One of the sculptures in particular, Disarm/Clock, is comprised of weapons that the Mexican police collected, then broke down and melted. Reyes then took these instruments of hate, and re-constructed them into actual instruments. He thought that they could help provide life and music, rather than take it away. For “Disarm,” Reyes, with his team assisting, used programs like Ableton Live, MIDI, and Max MSP to transform guns into pianola-esque musical instruments. For the “Clock” portion, every half hour or quarter of the hour, the mechanical clock utters a sound.

Gun Day

Up-cycling the best way you can.

Another exhibit I stumbled on, rather literally, was choreographer Maria Hassabi’s, Plastic. Her live installation includes sloth-like performers, that slither throughout the museum. The enlisted dancers consistently enact a form of live installation in the gallery and the museum’s outdoor spaces.

Slow motion dancing.

Mind the tap.

If you’re full on performance art, but running low on caloric intake, there’s a cafe in the courtyard that caters to your metabolism. There, you can let each exhibit mull in your mind, as you sip a cold pressed juice, and realize you mistakenly ordered a gluten-free muffin.

This is how I will spend all my Sundays.

This is how I will spend all my Sundays.

Once you’ve tossed your juice bottle in the recycling bin, collect your belongings, and go upstairs to the top floor. There’s a ping-pong table that is also part of a project. The sound of visitors attempting to “Forrest Gump” it up is the exhibit. The two paddles, and cluster of bouncy balls invite any curious folk to lob a few over, as they attempt a fancy back-handed serve. I left my Roger Federer impersonation at home, so I ended up doing fairly decent.

She thinks you should visit more often.

She thinks you should visit more often.

The Hammer Museum is free, and always will be, so you don’t need to run down to a Coinstar to cover your admission costs. The gift shop is worth a gander, as I thought it was one of the best museum shops I’ve encountered. I almost added “dancer/performance artist” to my resume, as I was blinded by the bounty, and had a very close encounter with the artists of Plastic. The first item that nabbed my heart, was a shaggy reproduction of Touc, by Henri de Toulouse-Lautrec, on a slab of carpet.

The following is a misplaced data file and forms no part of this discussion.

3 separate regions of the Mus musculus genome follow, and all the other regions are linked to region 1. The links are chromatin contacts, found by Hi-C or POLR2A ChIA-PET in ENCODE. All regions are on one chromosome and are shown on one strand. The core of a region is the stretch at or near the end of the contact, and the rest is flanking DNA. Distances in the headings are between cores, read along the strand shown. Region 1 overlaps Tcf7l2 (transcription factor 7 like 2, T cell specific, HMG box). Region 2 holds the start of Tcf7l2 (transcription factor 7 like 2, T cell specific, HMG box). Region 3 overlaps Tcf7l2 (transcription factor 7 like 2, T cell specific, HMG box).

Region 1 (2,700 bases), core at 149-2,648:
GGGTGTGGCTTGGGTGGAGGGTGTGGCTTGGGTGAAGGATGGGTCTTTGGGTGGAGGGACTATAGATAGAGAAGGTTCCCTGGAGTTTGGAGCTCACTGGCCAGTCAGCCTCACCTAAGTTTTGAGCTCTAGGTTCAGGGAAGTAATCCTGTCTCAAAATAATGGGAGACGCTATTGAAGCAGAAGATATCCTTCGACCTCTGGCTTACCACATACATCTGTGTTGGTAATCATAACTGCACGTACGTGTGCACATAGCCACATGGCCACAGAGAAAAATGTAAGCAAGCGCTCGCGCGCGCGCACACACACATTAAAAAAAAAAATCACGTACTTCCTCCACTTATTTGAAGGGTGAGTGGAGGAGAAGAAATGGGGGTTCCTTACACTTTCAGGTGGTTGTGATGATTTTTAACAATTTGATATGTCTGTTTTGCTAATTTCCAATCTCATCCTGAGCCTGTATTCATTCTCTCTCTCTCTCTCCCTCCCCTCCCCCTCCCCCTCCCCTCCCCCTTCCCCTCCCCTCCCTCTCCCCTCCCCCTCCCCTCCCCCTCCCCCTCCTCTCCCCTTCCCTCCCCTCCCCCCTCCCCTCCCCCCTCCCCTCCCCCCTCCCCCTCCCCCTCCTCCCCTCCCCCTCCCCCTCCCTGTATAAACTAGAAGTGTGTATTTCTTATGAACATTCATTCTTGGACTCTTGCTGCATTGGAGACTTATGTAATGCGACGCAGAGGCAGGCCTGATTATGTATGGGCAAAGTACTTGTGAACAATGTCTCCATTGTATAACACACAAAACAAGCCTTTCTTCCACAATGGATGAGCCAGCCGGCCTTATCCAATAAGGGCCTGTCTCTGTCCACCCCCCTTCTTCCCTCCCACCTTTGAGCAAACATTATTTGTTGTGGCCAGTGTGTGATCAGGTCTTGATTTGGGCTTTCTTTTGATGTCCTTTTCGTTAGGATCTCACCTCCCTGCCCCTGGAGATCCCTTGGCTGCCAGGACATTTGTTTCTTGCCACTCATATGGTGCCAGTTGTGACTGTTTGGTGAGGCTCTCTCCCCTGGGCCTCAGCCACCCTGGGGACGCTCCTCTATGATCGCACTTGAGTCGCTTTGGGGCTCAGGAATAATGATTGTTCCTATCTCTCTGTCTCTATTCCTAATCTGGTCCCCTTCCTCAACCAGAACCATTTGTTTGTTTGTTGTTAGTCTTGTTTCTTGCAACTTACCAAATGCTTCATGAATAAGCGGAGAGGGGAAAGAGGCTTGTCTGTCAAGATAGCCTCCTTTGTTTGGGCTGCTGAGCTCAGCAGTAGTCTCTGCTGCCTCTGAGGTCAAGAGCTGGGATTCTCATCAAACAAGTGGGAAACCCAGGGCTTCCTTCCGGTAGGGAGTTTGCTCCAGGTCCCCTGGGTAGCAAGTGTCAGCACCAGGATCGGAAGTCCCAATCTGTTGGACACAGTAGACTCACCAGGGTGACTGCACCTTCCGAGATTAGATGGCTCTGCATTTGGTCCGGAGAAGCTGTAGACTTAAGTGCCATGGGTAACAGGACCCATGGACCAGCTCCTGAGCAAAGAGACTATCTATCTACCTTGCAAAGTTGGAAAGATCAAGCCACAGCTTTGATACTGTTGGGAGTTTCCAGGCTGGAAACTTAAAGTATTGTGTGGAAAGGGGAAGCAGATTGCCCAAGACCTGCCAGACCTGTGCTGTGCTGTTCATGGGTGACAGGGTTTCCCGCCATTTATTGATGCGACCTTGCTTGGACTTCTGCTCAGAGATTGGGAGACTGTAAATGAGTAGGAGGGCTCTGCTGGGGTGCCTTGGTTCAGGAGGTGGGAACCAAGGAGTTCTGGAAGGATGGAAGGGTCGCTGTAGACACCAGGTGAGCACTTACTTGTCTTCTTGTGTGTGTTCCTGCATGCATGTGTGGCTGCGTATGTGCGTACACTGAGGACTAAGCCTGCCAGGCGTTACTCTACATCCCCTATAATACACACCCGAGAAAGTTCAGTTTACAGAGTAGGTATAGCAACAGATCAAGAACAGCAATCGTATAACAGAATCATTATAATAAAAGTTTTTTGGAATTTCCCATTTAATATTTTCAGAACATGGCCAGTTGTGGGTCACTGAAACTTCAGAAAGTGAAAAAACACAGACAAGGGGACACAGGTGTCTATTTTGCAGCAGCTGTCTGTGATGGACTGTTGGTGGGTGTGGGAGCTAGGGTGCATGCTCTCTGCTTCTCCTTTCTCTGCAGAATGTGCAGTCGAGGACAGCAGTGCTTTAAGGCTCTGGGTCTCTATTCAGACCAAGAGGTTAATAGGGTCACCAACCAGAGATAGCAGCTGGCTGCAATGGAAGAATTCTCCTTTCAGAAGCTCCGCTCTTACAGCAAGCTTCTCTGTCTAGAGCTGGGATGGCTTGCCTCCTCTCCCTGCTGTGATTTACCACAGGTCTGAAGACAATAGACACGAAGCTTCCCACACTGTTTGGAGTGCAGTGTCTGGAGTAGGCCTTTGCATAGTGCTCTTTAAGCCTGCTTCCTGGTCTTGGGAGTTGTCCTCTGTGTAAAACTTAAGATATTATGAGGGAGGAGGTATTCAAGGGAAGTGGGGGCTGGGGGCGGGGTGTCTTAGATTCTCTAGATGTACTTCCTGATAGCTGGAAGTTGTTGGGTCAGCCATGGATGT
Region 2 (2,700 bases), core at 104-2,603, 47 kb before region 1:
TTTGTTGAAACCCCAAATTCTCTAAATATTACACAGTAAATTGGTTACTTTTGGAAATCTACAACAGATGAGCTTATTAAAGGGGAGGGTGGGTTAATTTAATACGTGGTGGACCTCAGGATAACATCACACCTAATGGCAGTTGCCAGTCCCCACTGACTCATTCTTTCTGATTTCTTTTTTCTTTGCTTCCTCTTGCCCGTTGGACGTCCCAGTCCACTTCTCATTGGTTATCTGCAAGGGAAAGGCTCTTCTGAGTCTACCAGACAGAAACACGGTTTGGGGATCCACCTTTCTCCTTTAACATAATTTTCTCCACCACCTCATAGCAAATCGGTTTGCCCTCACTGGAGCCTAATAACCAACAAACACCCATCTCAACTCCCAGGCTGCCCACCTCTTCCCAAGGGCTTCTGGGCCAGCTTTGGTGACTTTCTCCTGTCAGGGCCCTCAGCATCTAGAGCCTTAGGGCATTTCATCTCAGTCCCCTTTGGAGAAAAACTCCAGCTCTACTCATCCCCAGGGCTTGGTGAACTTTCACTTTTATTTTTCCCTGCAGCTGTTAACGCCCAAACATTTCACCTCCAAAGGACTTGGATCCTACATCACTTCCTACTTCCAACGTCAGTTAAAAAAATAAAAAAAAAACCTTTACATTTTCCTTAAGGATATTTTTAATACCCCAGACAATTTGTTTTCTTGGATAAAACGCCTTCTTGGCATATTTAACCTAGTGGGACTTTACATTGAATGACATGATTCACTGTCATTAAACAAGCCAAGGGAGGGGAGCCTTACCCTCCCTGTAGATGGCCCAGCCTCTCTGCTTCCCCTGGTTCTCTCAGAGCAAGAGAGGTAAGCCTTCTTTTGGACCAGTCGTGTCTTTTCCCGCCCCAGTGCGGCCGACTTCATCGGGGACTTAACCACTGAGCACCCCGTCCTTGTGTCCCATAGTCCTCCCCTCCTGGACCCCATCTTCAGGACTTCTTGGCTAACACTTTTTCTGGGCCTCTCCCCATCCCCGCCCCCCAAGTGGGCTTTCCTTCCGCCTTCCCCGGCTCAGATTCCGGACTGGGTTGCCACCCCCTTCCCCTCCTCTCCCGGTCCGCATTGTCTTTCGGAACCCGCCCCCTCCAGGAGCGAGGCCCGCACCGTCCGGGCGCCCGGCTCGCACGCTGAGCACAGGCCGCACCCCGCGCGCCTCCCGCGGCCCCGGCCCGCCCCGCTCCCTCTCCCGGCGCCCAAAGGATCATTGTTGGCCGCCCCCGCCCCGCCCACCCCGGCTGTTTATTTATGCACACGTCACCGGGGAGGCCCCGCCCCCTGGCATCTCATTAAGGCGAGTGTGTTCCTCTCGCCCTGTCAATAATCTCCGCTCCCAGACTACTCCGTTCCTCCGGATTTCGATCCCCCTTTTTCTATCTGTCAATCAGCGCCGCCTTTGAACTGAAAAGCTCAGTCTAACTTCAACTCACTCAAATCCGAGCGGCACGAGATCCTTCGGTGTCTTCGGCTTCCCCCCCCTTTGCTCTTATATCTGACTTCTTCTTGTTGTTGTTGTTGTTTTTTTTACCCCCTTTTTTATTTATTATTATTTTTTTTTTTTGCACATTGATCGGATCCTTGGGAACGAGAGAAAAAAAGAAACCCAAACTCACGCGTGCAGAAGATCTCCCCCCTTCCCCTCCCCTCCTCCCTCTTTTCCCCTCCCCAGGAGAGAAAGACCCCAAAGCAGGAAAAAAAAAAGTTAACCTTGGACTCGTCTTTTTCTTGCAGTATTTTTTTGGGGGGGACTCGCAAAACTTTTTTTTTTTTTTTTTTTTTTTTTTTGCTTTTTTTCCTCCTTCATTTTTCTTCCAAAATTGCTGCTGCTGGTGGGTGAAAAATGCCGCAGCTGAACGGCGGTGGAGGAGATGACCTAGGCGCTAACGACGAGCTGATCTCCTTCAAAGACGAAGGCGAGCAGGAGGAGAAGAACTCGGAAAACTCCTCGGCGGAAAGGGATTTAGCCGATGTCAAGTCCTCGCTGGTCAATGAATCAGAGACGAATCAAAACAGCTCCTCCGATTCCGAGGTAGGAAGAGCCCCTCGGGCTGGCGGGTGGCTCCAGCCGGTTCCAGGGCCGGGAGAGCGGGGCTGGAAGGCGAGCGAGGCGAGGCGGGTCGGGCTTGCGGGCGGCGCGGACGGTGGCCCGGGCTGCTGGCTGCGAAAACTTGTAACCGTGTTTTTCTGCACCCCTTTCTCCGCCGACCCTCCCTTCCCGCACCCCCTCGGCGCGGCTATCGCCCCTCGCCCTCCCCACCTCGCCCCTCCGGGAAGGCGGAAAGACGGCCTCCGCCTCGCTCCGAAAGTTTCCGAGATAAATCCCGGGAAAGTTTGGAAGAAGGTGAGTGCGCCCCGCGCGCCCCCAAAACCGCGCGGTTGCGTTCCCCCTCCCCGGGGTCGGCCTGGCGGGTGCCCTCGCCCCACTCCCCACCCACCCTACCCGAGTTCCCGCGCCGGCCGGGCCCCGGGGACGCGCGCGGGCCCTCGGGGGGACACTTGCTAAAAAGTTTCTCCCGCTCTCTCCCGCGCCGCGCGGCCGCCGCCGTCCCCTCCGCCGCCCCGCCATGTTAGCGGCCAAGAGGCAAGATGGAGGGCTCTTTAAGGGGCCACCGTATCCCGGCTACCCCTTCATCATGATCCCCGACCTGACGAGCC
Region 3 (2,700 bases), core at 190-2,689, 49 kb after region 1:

Need I say more?

The Hammer Museum

Monday: Closed

Tuesday – Friday: 11AM—8PM

Saturday – Sunday: 11AM—5PM

10899 Wilshire Boulevard
Los Angeles, CA 90024
Phone: (310) 443-7000

 

 

 

 

 

We’re all familiar with seeing men dressed in golden robes, ones we generally associate with Buddhists. The large difference is, besides religion, is the shaved head with a ponytail. You seem them on the Venice boardwalk, beating their drums, singing, looking almost cult-like.

For all we knew, they were.

Most people hate being proven incorrect, I am not one of them.

2015-02-23 02.00.13 1

I was intrigued by this religious sect for most of my life, namely due to scant information. (My fault: laziness) Were they related to Hindus, or were they more Buddhist? The religion is from India, so I had a few possibilities floating in my mind. To set my ruminations to rest, I set out to explore the Hare Krishna community this past weekend.

Initially, I was intimidated by the temple. So many followers, and curious folks like myself meandered up to the stairs. We were greeted by dozens of footwear, and their owners’ chanting. I hastily slid off my shimmery high top Vans and put them on a shelf. I also mumbled a prayer to keep them safe, since I recently purchased them, and was feeling some buyer’s remorse. A sign that read, “Do not let your children play near shelf. There is danger everywhere.” made me actually consider lugging them with.

2015-02-23 01.58.22 1

I enter the temple. There, a cherubic teenager lightly motioned to grab a mat. I thought she wanted me to purchase some treats that were propped up on the table across from her.

Nope.